Now is the perfect time to get involved with protecting our freshwater resources with volunteer events, free training and education classes and family-friendly activities throughout the year!
You don’t have to be scientist to make big improvements in our environment! Everyday people getting involved in water quality monitoring has resulted in positive changes across the nation, the state and right here in the Clinton River Watershed. The water quality data collected by the CRWC volunteers has been utilized to identify and resolve soil erosion problems and to help select and fund specific locations for brook trout and coldwater stream restoration projects.
A stream’s health can be determined by the number and types of bugs and aquatic insects that live in it. In May and October, the Adopt-A-Stream volunteers perform “Bug ID’s” and gather other valuable data that is then utilized to assess the water quality and support important decision-making regarding waterway protection and restoration.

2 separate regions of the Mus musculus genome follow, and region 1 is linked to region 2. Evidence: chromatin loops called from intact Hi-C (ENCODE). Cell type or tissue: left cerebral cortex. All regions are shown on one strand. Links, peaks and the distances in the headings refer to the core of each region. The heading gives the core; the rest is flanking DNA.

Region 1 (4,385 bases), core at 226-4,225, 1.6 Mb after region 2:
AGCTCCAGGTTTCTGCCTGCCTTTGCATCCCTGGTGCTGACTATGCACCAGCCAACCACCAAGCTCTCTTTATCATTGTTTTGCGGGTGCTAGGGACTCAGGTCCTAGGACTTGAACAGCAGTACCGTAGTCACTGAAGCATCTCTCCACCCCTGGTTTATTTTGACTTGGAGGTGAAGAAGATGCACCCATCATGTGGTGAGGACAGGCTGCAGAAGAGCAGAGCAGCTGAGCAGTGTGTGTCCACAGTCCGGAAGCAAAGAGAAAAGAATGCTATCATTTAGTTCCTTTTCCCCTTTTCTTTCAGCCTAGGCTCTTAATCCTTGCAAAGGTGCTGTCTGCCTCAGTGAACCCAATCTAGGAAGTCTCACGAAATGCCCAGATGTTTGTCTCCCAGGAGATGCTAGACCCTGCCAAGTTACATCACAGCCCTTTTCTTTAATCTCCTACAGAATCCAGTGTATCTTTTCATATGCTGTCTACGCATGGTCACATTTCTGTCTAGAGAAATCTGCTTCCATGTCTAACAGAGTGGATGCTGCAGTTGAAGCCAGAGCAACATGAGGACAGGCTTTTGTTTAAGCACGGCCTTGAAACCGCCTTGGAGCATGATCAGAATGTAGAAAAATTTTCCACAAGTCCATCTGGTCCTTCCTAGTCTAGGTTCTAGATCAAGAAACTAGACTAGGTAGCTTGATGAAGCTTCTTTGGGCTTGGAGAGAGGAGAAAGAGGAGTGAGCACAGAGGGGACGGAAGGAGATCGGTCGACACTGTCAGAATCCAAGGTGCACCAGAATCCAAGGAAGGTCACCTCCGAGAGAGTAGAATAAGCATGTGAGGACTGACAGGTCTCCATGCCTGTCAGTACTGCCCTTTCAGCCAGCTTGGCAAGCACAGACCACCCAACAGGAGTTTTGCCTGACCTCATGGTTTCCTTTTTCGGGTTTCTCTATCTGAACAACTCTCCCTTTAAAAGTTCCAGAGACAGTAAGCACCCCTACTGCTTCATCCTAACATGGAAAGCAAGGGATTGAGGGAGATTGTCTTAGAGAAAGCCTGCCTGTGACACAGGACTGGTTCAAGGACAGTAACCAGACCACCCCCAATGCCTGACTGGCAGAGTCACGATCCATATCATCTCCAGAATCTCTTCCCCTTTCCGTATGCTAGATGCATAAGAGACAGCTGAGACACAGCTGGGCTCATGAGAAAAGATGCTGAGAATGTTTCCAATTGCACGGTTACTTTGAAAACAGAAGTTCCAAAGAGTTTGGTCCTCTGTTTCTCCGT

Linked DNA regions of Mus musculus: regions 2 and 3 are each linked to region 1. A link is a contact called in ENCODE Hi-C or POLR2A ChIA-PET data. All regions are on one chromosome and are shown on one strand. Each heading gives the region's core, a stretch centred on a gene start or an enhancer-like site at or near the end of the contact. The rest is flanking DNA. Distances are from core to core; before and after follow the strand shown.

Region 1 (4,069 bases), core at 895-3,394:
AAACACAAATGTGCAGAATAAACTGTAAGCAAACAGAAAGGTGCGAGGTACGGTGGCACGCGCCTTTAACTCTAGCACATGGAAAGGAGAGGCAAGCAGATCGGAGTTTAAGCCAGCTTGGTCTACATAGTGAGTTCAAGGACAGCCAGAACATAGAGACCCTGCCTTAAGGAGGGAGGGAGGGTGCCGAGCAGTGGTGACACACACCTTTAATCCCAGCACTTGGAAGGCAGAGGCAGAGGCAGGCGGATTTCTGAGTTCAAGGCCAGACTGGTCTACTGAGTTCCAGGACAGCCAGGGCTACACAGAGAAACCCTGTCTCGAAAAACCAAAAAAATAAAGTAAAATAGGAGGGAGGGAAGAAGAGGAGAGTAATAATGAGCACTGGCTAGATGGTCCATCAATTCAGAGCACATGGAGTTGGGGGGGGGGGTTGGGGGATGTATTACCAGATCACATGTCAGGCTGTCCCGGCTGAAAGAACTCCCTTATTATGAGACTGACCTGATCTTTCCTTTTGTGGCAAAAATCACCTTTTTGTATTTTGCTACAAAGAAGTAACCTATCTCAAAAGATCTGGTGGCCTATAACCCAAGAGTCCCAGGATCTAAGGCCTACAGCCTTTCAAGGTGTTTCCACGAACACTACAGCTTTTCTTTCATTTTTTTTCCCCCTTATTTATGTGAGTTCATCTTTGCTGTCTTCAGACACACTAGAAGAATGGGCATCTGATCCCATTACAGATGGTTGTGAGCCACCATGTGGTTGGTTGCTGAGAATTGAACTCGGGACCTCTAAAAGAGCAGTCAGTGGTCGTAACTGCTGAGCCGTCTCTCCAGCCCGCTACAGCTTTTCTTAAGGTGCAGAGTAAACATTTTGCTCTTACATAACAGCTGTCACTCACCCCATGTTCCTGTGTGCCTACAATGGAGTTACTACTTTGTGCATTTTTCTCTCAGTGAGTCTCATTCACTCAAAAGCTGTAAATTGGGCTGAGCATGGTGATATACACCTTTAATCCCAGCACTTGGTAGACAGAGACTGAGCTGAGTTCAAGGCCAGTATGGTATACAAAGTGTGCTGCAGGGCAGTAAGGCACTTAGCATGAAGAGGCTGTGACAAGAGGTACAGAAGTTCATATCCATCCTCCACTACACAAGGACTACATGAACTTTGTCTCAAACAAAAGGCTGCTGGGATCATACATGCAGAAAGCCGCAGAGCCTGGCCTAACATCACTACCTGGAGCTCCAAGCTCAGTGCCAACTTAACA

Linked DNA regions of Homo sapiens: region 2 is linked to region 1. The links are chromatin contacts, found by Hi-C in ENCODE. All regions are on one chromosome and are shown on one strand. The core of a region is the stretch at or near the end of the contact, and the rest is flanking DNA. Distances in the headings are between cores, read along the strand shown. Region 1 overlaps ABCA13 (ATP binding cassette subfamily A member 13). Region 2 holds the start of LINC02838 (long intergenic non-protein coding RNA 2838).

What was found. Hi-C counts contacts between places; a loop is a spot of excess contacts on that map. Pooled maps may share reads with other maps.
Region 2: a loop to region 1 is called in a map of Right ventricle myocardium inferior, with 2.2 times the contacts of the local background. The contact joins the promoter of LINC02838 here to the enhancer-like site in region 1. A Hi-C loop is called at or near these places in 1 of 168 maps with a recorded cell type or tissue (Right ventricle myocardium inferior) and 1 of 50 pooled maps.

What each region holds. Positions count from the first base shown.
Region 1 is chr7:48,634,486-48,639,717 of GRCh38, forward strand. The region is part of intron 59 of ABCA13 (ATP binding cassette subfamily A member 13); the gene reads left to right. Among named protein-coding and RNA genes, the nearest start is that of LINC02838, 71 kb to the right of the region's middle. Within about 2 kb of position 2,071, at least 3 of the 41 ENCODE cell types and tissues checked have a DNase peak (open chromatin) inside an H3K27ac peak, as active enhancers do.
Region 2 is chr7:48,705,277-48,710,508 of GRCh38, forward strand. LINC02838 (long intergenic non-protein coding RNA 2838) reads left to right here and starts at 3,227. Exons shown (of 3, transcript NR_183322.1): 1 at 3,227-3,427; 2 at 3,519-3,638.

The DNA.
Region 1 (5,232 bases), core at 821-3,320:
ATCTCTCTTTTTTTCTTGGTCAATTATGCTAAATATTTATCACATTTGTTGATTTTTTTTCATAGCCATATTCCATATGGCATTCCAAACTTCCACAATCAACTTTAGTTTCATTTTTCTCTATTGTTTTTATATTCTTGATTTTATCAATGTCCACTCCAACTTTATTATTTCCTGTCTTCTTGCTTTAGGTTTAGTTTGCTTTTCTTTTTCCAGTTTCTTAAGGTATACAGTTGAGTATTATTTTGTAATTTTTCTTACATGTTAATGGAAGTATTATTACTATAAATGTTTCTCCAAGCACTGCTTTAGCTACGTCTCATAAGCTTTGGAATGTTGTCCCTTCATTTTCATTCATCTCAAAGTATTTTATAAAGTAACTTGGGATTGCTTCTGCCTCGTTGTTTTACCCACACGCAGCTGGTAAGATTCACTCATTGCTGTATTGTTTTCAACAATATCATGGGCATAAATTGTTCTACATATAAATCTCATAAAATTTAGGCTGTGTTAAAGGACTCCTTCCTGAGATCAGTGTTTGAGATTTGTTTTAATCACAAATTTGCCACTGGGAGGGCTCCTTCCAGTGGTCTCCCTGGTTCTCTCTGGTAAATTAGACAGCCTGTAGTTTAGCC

Determine Your Role – Decide if you want to be a Team Coordinator or a Team Participant. Also, decide if you want to become “Bug ID Certified.”
Optional Bug ID Certification – If interested in becoming a certified Bug Identifier, you must attend and pass the Bug ID Course offered by the CRWC biannually.
Stream Site & Team Assignment – After training is completed, the CRWC will coordinate a site selection. Teams of 3-5 individuals are recommended. Youth (under 18 years of age) are welcome to participate, but an adult Team Coordinator must ensure that protocols are followed correctly.
Monitoring & Team Coordination – You will be contacted by your Team Leader prior to the monitoring weekend. If you are a Team Leader, it is your job to coordinate the kit pick-up from the CRWC office and organize your team for the monitoring weekend.
Have Fun! – Stream monitoring takes place the first Saturday in May and October. Depending on the number of team members present, the entire process lasts approximately 3 hours. The CRWC will send reminders to Team Leaders to help prepare for the upcoming monitoring season. Team Leaders will contact their team members to schedule their monitoring days and times.